Newtown, Conn., is still reeling from the shock of last week's shootings at Sandy Hook Elementary School. Sadness is everywhere as the first of many funerals were held Monday. The police investigation continues but most of the big questions about the attack remain unanswered at this time.
Six school employees died in the shooting at Sandy Hook Elementary School on Friday. President Obama has hailed them as heroes. The six women included a veteran school psychologist, a dedicated special education teacher and a young substitute at the beginning of her career.
The NAACP Legal Defense Fund has been called the law firm for black America. Once run by Thurgood Marshall, the group played a major role in desegregating public schools and fighting restrictions at the ballot box.
Now, the Legal Defense Fund is preparing for a new leader — just as the Supreme Court considers cases that could pare back on those gains.
South Carolina is getting a new U.S. senator. Governor Nikki Haley announced today that she is appointing Republican Congressman Tim Scott to fill the seat being vacated by Jim DeMint who's retiring. Scott is a freshman member of the House.
And as NPR's Brian Naylor reports, he will be the first African-American senator from the South since Reconstruction.
In the aftermath of Newtown, school officials and parents across the country were asking themselves the same question today: How safe is my school? NPR's Claudio Sanchez has that story.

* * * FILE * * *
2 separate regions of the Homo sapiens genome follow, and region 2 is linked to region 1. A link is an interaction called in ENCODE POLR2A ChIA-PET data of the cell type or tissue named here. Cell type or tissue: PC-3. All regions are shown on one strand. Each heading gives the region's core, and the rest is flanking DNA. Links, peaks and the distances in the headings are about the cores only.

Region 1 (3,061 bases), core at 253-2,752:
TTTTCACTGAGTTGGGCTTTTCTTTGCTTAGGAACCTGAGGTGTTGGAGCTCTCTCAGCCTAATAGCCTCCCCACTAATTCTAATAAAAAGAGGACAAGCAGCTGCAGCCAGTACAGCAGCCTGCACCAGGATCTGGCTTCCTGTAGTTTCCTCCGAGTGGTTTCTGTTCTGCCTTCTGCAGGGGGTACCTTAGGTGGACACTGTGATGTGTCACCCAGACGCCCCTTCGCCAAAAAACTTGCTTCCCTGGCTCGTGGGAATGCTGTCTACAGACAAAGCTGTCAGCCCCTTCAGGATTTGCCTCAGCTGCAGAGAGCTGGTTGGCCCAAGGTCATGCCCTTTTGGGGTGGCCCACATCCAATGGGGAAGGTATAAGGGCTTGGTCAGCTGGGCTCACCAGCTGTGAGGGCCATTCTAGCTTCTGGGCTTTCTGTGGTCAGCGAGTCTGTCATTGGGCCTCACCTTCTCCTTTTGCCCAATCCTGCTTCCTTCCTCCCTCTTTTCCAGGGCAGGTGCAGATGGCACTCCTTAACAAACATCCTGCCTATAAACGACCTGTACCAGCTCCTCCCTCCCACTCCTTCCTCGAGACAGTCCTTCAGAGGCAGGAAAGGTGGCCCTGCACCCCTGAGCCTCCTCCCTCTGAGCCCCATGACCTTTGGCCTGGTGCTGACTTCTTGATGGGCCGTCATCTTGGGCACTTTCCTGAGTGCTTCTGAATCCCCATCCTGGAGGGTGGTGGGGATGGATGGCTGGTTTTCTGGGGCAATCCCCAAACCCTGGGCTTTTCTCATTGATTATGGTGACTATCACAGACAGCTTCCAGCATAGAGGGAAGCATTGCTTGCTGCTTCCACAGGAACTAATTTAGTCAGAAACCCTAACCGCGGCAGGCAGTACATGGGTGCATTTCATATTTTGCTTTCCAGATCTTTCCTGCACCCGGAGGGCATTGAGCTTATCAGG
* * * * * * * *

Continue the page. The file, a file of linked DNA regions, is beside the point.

CLAUDIO SANCHEZ, BYLINE: In Nashville, Tennessee, Ruth Rosenberg asked her daughter's first-grade teacher what school was going to be like today. Teachers there were told to downplay any discussion of the Newtown shooting since many kids still don't know what happened, including her 7-year-old daughter, says Rosenberg.
Inside a modest storefront in Loxley, Ala., 18-year-old Maria Lola Melisio points out the Mexican spices and other products for sale in her mother's market.
"There are the leaves where you make your tamales — you roll them up in that," she says.
Melisio has long dark curls and is wearing a houndstooth scarf in support of the Alabama Crimson Tide. When she was 7 years old, she entered the U.S. illegally from Mexico with her mother, and still has a scar on her back from crawling under the border fence. It's a story she's kept secret until now.
In 2005, Red Lake High School in northern Minnesota was the scene of another school shooting. In all, 10 people died, including the 16-year-old shooter. When I went to Red Lake soon after the attack, I talked with the school principal, Chris Dunshee. He told me Red Lake had joined what he called a tragic fraternity along with schools in Columbine, Colorado, and Paducah, Kentucky. When I reached Dunshee today, he sad the Newtown shooting had brought painful memories flooding back.